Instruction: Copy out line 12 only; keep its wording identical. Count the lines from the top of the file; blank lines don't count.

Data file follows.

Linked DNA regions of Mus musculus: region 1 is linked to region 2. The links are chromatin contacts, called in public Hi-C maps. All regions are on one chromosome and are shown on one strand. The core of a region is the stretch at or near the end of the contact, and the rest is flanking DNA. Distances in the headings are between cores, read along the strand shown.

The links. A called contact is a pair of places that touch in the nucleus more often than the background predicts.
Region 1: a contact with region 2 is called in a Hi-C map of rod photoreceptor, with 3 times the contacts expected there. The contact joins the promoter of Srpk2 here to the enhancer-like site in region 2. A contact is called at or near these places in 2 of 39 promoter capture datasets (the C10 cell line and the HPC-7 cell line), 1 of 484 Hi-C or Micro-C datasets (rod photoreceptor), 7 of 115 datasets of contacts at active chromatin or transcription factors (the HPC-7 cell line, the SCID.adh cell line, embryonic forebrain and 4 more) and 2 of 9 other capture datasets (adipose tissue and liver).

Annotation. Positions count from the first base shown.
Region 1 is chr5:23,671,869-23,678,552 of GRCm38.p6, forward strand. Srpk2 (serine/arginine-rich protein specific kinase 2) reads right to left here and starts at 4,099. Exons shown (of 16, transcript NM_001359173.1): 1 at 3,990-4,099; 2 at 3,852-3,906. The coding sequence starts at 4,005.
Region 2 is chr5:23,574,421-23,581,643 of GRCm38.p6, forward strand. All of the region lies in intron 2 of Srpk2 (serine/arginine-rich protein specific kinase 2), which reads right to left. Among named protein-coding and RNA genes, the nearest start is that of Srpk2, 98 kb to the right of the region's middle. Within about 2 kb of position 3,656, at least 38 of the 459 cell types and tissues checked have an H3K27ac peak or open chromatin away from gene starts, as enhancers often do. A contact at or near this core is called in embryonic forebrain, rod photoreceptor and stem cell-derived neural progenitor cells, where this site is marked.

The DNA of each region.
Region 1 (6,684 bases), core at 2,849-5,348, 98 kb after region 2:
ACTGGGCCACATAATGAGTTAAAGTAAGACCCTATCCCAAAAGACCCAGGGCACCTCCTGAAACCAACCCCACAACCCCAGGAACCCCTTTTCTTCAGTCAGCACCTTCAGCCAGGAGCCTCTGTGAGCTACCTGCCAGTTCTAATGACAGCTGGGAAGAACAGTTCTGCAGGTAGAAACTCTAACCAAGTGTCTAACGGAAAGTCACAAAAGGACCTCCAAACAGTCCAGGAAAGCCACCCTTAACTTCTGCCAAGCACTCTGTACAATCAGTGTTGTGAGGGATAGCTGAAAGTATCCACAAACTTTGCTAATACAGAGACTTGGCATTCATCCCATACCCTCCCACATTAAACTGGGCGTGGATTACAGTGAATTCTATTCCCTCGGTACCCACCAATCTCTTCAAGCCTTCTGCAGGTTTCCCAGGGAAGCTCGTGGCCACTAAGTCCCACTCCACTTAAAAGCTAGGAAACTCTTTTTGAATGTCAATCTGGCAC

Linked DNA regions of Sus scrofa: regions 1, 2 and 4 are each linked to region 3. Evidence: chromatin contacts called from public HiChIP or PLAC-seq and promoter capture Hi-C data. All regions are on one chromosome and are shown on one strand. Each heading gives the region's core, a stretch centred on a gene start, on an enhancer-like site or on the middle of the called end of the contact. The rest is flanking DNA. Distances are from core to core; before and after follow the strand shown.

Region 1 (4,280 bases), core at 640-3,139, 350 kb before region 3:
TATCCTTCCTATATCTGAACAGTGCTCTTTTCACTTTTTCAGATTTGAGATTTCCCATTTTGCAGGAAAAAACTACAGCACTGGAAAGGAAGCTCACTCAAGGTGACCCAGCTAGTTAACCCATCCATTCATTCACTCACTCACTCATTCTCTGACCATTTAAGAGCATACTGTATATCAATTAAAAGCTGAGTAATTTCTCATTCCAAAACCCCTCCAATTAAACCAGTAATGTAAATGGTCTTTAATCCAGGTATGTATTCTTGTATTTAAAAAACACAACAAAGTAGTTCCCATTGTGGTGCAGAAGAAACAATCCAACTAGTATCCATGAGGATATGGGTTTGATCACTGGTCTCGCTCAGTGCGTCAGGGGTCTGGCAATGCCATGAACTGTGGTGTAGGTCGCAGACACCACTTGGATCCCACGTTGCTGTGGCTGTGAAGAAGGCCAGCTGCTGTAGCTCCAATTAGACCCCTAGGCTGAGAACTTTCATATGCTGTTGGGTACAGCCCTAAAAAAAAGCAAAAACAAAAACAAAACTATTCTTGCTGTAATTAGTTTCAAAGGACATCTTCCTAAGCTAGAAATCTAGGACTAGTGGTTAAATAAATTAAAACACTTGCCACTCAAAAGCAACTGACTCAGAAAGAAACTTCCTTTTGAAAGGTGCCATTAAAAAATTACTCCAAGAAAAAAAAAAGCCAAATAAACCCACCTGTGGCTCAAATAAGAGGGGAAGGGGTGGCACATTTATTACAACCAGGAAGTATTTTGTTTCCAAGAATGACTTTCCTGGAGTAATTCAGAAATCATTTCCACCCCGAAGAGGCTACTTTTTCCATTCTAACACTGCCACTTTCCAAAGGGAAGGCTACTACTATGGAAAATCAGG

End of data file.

TATCCTTCCTATATCTGAACAGTGCTCTTTTCACTTTTTCAGATTTGAGATTTCCCATTTTGCAGGAAAAAACTACAGCACTGGAAAGGAAGCTCACTCAAGGTGACCCAGCTAGTTAACCCATCCATTCATTCACTCACTCACTCATTCTCTGACCATTTAAGAGCATACTGTATATCAATTAAAAGCTGAGTAATTTCTCATTCCAAAACCCCTCCAATTAAACCAGTAATGTAAATGGTCTTTAATCCAGGTATGTATTCTTGTATTTAAAAAACACAACAAAGTAGTTCCCATTGTGGTGCAGAAGAAACAATCCAACTAGTATCCATGAGGATATGGGTTTGATCACTGGTCTCGCTCAGTGCGTCAGGGGTCTGGCAATGCCATGAACTGTGGTGTAGGTCGCAGACACCACTTGGATCCCACGTTGCTGTGGCTGTGAAGAAGGCCAGCTGCTGTAGCTCCAATTAGACCCCTAGGCTGAGAACTTTCATATGCTGTTGGGTACAGCCCTAAAAAAAAGCAAAAACAAAAACAAAACTATTCTTGCTGTAATTAGTTTCAAAGGACATCTTCCTAAGCTAGAAATCTAGGACTAGTGGTTAAATAAATTAAAACACTTGCCACTCAAAAGCAACTGACTCAGAAAGAAACTTCCTTTTGAAAGGTGCCATTAAAAAATTACTCCAAGAAAAAAAAAAGCCAAATAAACCCACCTGTGGCTCAAATAAGAGGGGAAGGGGTGGCACATTTATTACAACCAGGAAGTATTTTGTTTCCAAGAATGACTTTCCTGGAGTAATTCAGAAATCATTTCCACCCCGAAGAGGCTACTTTTTCCATTCTAACACTGCCACTTTCCAAAGGGAAGGCTACTACTATGGAAAATCAGG